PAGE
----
Congratulations, now you have a baby! Now you likely have a whole new set of questions to be answered.
Once again, ONE, K&G and BCT are the places to turn, as all have excellent post-birth services to help adjust to your new housemate and work out some of the technical kinks. These include breast- and bottle feeding support and even trainings on how to handle cloth nappies.
ONE or K&G, depending on where you live, will also be who you turn to post-natal medical care. They have consultation clinics all over Belgium and provide free medical services to children zero to six years old. They also provide home visits.
When your baby is born, you’ll get a small booklet (the carnet de l’enfant) that will be a record of his or her physical development, medical history and vaccinations. You’ll need to take this booklet with you to every check up.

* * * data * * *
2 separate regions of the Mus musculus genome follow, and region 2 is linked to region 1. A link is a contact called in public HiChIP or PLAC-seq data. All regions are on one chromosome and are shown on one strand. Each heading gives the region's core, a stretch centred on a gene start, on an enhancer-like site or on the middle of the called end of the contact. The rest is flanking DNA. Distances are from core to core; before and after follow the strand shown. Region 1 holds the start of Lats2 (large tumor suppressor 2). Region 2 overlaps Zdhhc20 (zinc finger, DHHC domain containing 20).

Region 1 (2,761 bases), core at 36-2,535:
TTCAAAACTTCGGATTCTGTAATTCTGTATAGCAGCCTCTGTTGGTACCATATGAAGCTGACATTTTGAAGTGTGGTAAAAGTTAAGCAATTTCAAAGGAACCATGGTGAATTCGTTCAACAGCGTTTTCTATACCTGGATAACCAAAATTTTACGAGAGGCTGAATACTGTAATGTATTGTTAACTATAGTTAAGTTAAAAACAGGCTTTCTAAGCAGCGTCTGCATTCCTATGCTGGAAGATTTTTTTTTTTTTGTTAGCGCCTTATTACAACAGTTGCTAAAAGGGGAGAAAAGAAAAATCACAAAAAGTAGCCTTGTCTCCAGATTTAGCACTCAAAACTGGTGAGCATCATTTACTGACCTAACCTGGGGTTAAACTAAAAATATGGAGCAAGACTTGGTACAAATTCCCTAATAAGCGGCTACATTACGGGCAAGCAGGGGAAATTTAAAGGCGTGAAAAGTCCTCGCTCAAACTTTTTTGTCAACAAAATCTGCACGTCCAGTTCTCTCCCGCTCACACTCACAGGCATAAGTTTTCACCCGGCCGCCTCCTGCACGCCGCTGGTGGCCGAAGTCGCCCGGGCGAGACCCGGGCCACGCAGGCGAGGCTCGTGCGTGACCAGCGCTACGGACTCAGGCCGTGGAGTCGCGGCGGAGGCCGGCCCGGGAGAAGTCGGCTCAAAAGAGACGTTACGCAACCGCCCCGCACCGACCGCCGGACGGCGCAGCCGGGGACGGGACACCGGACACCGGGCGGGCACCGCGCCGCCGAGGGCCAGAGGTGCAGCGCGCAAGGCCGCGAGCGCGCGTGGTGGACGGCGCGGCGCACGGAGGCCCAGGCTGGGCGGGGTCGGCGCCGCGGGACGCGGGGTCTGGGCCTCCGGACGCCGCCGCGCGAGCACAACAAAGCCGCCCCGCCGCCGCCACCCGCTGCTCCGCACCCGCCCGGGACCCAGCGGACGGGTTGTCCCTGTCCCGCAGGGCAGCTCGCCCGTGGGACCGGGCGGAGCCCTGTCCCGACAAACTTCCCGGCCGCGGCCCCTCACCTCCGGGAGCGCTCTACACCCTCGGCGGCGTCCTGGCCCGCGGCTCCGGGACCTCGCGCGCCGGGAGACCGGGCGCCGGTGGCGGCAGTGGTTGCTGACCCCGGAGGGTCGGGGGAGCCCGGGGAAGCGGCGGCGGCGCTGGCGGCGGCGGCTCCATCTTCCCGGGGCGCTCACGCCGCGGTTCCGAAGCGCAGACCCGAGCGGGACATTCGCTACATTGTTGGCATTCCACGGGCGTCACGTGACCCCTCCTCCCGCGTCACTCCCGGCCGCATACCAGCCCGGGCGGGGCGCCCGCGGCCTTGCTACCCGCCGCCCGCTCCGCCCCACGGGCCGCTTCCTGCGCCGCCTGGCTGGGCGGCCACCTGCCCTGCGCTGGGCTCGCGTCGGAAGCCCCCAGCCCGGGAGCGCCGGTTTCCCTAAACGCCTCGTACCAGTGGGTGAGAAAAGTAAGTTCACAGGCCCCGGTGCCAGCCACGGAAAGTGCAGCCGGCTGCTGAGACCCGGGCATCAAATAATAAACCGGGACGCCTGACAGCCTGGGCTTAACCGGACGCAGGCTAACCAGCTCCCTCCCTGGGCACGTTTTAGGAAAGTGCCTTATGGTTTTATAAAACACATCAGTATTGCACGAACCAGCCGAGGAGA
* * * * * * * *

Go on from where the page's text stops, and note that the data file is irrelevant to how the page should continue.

Making it official – registration
As a last formality as you settle into life with your new baby, you will need to register his or her birth with the commune within 15 days. Note, however, that while it make feel less than intuitive, you should register the child with the commune in which she was born – so where the hospital is – and not the commune of your home address.
It’s a Belgian!…maybe
A quick trip to the town hall should solve all of that, and, voilà, you have an official Belgian resident. She is not, however, necessarily Belgian. According to the law, simply being born in the country does not automatically grant one Belgian nationality.
There are several criteria that may or may not make a child a Belgian. One of particular note if neither parents holds Belgian nationality is that you as a parent can only request Belgian nationality for the child if Belgium has been your main residence for the 10 years preceding the child’s birth.
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